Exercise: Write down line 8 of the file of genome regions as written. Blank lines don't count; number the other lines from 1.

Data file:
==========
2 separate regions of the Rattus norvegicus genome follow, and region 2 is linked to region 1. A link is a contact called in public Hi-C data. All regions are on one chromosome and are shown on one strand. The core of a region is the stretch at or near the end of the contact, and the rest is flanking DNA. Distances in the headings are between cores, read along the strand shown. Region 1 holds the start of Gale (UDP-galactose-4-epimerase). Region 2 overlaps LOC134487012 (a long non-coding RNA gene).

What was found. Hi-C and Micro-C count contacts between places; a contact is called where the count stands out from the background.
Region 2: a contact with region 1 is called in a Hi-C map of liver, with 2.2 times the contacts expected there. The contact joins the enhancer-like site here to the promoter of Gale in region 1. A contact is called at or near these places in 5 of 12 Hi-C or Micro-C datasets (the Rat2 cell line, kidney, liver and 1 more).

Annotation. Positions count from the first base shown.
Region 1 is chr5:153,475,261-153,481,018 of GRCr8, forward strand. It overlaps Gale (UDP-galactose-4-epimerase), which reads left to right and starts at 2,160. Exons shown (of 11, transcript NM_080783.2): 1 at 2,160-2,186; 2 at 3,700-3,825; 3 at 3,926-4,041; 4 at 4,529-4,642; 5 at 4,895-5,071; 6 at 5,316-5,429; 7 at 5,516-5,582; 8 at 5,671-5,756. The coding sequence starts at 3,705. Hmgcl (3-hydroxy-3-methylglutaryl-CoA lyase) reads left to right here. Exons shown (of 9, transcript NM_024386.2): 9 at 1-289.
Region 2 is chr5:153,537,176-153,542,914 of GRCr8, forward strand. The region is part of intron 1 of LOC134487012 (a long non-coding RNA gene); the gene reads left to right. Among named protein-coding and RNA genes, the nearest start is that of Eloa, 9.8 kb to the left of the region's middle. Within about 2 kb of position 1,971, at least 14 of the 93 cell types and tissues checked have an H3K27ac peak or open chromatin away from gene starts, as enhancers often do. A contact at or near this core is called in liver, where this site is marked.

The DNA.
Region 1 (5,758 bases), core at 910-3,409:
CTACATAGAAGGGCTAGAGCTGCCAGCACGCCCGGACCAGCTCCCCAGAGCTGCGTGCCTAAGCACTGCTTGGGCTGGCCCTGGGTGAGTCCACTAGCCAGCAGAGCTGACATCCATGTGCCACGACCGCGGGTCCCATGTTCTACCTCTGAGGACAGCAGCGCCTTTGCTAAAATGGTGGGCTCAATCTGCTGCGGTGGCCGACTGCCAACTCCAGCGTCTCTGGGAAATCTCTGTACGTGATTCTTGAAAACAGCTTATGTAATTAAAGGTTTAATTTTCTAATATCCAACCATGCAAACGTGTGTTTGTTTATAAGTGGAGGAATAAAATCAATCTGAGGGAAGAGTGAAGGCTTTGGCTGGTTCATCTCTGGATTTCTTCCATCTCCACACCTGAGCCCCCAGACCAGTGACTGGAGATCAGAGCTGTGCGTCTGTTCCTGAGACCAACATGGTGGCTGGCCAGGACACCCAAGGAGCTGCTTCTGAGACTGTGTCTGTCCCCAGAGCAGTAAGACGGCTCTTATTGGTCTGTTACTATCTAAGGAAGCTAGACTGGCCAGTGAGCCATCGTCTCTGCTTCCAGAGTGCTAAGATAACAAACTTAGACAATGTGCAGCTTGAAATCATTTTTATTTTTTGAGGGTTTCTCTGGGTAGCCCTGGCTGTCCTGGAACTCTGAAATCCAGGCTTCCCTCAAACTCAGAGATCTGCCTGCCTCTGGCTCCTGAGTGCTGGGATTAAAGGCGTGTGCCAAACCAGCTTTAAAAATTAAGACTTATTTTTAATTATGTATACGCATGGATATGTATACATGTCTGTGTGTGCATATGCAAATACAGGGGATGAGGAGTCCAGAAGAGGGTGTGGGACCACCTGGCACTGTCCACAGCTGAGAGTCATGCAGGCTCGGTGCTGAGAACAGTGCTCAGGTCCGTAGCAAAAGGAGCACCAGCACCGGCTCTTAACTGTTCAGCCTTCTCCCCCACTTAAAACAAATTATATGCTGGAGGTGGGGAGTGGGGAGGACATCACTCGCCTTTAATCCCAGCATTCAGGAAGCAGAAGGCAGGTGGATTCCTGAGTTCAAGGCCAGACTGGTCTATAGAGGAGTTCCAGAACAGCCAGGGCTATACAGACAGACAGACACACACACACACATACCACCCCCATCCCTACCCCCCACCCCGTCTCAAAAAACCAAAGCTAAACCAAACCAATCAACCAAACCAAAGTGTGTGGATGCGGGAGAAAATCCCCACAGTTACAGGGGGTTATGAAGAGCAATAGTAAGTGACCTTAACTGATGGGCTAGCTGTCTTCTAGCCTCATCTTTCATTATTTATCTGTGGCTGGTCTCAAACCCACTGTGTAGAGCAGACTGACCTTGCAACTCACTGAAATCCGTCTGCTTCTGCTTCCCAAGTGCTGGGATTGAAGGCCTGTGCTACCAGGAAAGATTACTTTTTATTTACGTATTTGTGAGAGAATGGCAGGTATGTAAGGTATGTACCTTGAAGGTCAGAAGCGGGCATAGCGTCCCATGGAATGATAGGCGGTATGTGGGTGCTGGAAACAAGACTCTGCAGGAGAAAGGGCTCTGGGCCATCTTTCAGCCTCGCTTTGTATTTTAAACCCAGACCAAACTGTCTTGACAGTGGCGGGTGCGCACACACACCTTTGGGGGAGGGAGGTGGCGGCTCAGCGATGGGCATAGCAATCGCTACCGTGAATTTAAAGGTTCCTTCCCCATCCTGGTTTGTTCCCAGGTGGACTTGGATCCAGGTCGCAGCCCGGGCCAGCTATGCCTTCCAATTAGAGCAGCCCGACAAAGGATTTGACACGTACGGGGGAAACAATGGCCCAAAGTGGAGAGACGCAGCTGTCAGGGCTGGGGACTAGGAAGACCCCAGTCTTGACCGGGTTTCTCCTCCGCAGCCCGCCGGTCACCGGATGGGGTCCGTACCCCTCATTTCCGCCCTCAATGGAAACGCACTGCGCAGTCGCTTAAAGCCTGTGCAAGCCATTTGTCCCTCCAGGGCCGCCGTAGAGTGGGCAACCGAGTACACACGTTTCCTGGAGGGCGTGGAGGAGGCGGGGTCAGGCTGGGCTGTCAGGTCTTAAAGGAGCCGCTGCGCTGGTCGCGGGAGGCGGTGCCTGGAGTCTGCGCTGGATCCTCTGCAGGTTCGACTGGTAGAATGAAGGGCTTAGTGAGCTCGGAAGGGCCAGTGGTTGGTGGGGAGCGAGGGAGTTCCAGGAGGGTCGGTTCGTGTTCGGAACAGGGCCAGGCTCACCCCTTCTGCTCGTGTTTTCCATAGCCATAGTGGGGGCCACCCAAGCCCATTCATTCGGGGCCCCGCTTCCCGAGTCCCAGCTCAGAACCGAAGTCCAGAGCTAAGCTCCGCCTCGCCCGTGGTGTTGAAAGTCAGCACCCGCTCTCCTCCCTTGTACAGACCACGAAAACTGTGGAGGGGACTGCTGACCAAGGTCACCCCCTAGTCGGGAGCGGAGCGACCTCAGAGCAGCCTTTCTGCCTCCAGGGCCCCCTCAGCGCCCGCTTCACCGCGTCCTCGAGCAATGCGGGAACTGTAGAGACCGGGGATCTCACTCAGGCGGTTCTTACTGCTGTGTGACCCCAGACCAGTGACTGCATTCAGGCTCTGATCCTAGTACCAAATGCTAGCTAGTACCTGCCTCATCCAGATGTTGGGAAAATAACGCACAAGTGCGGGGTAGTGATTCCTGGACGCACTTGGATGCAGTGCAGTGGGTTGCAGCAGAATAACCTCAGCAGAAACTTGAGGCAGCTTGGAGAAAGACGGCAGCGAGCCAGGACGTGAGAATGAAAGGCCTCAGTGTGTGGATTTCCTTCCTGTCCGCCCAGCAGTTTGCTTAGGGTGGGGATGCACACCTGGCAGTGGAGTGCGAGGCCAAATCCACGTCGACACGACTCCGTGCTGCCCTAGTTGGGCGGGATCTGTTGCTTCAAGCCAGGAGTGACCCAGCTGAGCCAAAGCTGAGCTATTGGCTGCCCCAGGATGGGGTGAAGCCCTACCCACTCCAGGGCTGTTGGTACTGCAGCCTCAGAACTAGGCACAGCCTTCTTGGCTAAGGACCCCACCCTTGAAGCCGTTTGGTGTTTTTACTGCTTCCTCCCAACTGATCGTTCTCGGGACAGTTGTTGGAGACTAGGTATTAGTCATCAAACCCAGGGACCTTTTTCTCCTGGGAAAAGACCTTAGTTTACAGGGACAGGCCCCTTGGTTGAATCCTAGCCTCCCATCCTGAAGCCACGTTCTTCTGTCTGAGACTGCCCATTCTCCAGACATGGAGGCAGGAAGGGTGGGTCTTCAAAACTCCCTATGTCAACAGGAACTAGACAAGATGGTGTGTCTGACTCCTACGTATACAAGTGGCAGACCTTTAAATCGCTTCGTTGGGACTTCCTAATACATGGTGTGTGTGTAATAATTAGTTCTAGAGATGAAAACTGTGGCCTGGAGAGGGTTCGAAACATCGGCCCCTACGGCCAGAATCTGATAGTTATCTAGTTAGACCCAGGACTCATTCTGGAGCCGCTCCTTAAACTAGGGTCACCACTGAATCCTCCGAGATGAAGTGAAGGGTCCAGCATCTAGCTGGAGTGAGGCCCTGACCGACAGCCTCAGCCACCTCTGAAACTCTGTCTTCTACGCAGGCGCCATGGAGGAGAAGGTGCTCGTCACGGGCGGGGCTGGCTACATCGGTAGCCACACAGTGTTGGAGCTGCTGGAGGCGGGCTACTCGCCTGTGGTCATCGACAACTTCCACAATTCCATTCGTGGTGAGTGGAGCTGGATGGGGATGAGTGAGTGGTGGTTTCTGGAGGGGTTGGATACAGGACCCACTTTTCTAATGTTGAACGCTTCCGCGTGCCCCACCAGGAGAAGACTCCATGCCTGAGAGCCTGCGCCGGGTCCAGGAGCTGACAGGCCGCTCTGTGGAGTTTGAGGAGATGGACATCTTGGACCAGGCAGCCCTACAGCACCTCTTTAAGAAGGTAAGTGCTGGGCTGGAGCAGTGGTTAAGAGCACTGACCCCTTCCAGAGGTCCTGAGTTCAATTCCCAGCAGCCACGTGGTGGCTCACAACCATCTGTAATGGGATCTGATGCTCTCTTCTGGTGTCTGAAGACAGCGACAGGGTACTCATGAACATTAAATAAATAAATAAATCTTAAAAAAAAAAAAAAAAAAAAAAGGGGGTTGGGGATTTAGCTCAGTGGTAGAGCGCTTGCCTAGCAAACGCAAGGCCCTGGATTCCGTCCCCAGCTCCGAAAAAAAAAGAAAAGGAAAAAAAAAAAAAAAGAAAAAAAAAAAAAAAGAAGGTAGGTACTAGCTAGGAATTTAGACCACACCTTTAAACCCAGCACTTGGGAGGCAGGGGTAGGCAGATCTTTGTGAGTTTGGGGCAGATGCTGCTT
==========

Region 1 (5,758 bases), core at 910-3,409: